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Fertility hormone may benefit people with Down syndrome

Substance associated with fertility had a positive impact on functions such as memory and reasoning. (Photo: Reproduction)

A hormone associated with fertility and reproduction improved cognition in mouse models of Down syndrome. According to a French study published in the journal Science, genetic structures that regulate the production of the substance, which was also tested in seven males, are dysfunctional in these patients, impacting a number of neurons. Currently, there are no specific treatments for the cognitive deficit related to the so-called trisomy of chromosome 21.

Researchers at the University of Lille and the University Hospital of Lausanne, both in France, tested the effectiveness of gonadotropin-releasing hormone (GnRH) injection therapy to boost cognition skills, first in animals and then in a study. -pilot involving human patients. According to the scientists, the results were promising: the treatment led to better cognitive function and brain connectivity.

Down syndrome affects about one in 800 births and results in a variety of clinical manifestations, including a decline in cognitive ability. With age, 77% of people with the condition experience symptoms similar to those of Alzheimer’s disease. The gradual loss of smell, typical of neurodegenerative disorders, is also commonly diagnosed from the prepubertal period onwards, with potential deficits in sexual maturation occurring in men.

Mechanism

Recent findings have suggested that neurons that express GnRH – a hormone known to regulate reproduction via the hypothalamus – could also act in other regions of the brain, with a potential role in other functions, such as cognitive. With this idea in mind, the team from the Laboratory of Neuroscience and Cognition in Lille, led by Vincent Prévot, also director of the National Institute of Health and Medical Research (Inserm) in France, studied the mechanism that regulates GnRH in mouse models. with Down syndrome.

The laboratory demonstrated that five strands of microRNA that regulate the production of this hormone – which are found on chromosome 21 – are dysfunctional. This leads to abnormalities in neurons that secrete GnRH. The findings were confirmed at both the genetic and cellular levels. Inserm scientists were able to demonstrate that the progressive cognitive and olfactory deficiencies observed in mice were closely linked to the altered secretion of the substance.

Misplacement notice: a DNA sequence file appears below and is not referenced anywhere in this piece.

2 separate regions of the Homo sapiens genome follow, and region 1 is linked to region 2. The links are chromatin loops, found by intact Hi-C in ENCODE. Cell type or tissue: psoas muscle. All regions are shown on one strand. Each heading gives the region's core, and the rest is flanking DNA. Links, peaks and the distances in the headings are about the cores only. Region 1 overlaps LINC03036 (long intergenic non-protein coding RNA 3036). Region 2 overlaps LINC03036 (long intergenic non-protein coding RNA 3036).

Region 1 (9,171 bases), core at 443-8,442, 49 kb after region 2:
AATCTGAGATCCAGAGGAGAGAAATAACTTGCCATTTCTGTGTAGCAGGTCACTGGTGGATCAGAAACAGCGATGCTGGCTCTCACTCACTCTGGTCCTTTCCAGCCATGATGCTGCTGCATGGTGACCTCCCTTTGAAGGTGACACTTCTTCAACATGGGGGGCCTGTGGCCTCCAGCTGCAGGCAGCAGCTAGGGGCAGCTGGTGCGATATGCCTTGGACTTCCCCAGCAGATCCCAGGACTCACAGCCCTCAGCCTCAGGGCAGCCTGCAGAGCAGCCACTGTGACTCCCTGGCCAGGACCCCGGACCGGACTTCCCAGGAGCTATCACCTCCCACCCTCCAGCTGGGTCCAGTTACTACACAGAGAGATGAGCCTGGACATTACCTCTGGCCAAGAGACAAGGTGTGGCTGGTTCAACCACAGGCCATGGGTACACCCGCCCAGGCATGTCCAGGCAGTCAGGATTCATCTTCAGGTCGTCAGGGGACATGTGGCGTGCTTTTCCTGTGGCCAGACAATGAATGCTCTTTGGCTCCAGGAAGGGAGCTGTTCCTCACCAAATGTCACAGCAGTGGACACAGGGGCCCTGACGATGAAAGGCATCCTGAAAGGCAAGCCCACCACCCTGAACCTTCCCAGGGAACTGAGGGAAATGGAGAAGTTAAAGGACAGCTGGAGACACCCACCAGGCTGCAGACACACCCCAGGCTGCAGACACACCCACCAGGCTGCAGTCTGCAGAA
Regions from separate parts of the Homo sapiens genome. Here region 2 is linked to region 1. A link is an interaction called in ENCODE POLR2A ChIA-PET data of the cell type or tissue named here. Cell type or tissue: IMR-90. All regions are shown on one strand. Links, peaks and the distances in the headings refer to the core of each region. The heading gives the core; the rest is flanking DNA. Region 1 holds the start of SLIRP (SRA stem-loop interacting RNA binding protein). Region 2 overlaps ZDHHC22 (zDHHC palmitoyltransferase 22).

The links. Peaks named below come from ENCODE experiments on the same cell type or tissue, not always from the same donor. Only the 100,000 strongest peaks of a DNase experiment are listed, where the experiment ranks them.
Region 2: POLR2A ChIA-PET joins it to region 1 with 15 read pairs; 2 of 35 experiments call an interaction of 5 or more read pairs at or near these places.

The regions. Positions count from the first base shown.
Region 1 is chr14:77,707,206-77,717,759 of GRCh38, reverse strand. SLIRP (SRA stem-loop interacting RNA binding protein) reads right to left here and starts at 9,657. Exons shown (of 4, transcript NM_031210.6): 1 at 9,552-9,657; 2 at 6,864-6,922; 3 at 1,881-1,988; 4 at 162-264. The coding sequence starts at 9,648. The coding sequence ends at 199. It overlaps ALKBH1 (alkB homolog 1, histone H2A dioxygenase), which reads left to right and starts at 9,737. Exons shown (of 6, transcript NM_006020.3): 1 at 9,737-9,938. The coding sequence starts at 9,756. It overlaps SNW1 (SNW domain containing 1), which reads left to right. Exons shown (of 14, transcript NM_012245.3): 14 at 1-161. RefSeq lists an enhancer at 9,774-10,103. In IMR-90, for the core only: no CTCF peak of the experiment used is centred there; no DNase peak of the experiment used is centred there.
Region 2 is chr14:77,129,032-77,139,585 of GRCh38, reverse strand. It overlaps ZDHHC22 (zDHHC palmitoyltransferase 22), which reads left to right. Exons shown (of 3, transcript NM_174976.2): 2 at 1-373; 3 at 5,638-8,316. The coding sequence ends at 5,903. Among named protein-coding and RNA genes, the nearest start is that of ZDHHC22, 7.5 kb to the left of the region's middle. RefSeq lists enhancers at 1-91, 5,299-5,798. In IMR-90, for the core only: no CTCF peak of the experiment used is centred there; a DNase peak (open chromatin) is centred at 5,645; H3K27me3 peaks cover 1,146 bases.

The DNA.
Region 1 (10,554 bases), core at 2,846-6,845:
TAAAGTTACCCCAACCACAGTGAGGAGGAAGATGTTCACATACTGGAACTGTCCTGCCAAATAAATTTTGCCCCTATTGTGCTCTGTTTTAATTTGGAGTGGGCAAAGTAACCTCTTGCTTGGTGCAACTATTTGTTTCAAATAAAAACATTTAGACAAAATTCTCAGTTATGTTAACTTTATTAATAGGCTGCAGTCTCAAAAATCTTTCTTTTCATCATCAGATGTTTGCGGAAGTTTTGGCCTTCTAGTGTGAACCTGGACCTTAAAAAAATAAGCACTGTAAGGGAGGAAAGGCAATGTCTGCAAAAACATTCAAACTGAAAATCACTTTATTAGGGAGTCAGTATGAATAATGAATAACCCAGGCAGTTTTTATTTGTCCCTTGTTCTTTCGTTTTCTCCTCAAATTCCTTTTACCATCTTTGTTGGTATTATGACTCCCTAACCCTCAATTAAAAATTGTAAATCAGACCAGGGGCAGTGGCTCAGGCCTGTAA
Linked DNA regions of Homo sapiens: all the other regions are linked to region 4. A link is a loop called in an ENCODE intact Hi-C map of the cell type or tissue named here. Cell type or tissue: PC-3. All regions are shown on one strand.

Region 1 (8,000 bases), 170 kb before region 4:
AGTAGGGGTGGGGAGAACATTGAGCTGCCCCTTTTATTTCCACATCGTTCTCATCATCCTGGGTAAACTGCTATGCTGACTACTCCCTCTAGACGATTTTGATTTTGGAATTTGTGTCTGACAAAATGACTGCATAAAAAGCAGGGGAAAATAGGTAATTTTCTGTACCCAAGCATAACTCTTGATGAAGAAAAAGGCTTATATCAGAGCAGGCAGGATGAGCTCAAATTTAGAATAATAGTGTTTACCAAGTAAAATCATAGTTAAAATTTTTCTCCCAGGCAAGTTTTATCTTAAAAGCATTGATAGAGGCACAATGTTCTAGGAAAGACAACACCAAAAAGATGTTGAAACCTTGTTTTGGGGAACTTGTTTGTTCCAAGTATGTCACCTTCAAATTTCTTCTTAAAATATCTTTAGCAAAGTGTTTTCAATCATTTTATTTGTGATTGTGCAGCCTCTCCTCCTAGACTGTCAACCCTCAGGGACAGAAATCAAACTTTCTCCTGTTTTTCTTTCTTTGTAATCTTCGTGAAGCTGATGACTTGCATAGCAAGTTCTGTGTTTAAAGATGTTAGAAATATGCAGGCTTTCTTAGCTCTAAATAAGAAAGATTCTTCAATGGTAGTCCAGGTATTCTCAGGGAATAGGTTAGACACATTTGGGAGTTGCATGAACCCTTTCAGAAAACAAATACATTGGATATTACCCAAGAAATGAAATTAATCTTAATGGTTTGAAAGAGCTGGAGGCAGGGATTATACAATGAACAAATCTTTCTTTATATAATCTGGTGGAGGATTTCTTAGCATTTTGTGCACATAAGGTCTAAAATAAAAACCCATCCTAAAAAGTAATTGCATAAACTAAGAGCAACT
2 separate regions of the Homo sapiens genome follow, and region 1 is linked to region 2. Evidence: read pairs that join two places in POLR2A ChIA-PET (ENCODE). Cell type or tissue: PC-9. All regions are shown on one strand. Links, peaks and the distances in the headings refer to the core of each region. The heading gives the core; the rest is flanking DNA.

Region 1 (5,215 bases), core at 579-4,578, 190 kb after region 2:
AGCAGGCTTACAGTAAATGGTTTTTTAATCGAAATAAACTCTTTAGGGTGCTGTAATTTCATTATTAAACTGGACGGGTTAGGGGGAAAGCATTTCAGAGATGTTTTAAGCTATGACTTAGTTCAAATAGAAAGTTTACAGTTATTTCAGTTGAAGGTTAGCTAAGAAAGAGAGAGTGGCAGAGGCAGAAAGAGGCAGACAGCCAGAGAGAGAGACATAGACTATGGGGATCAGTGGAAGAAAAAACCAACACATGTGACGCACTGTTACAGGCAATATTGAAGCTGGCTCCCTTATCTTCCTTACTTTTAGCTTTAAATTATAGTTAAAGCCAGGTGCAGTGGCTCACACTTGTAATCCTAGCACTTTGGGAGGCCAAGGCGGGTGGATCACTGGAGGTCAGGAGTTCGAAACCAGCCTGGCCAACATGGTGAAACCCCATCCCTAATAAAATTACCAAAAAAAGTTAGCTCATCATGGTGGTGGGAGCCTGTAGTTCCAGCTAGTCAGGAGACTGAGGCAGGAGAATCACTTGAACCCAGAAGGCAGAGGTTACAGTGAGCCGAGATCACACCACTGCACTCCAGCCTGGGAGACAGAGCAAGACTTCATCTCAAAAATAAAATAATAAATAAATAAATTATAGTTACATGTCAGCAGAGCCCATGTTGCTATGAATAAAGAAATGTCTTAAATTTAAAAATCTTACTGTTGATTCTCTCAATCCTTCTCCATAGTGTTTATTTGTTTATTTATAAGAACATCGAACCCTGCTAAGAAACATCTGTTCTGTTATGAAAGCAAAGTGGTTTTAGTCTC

The Inserm researchers were then able to demonstrate that restoring the physiological function of the GnRH system restores cognitive and olfactory abilities in trisomic mice. These findings were discussed with Nelly Pitteloud, professor at the Faculty of Biology and Medicine at the University of Lausanne and head of the Department of Endocrinology, Diabetology and Metabolism at the Centro Hospitalar Universitario Vaudois (CHUV).

The scientist’s research focuses on congenital deficiency of GnRH, a rare disease, which is manifested by the absence of spontaneous puberty. These patients receive pulsatile GnRH therapy to reproduce the natural rhythm of GnRH secretion in order to induce puberty.

injections

The researchers therefore decided to test the effectiveness of pulsatile GnRH therapy on cognition and smell deficits in trisomic mice, following a protocol identical to that used in humans. After 15 days, the team was able to demonstrate restoration of olfactory and cognitive functions in mice.

The next step for scientists and clinicians involved a pilot clinical trial in patients to assess the effects of this treatment. Seven men with Down syndrome, aged between 20 and 50, received a subcutaneous dose of GnRH every two hours for six months, via a pump placed in their arm. Cognitive and olfactory tests, as well as MRI scans, were performed before and after the experimental therapy.

From a clinical point of view, cognitive performance increased in six of the seven patients, with improvements in three-dimensional representation, understanding of instructions, reasoning, attention and episodic memory. However, the treatment had no impact on olfactory ability. Measures to enhance cognitive functions were confirmed by brain scans performed by CHUV’s Department of Clinical Neuroscience, which revealed a significant increase in functional connectivity.

The data suggest that the treatment works in the brain by strengthening communication between certain regions of the cortex. “Maintenance of the GnRH system appears to play a key role in brain maturation and cognitive functions,” explains Prévot. “In Down syndrome, pulsatile GnRH therapy looks promising, especially as it is an existing treatment with no significant side effects,” adds Pitteloud. According to the authors, the findings now justify the launch of a larger study – including women – to confirm the effectiveness of the treatment in people with trisomy 21, but also for neurodegenerative diseases such as Alzheimer’s.

In a commentary also published in Science, Hanne M. Hoffmann, a researcher at Michigan State University in the United States, said that the treatment appears to be promising. “Pulsatile administration of GnRH appears to be a promising approach, with few side effects, to improve cognitive function in a wide range of cognitive decline conditions,” wrote Hoffmann, who was not part of the study.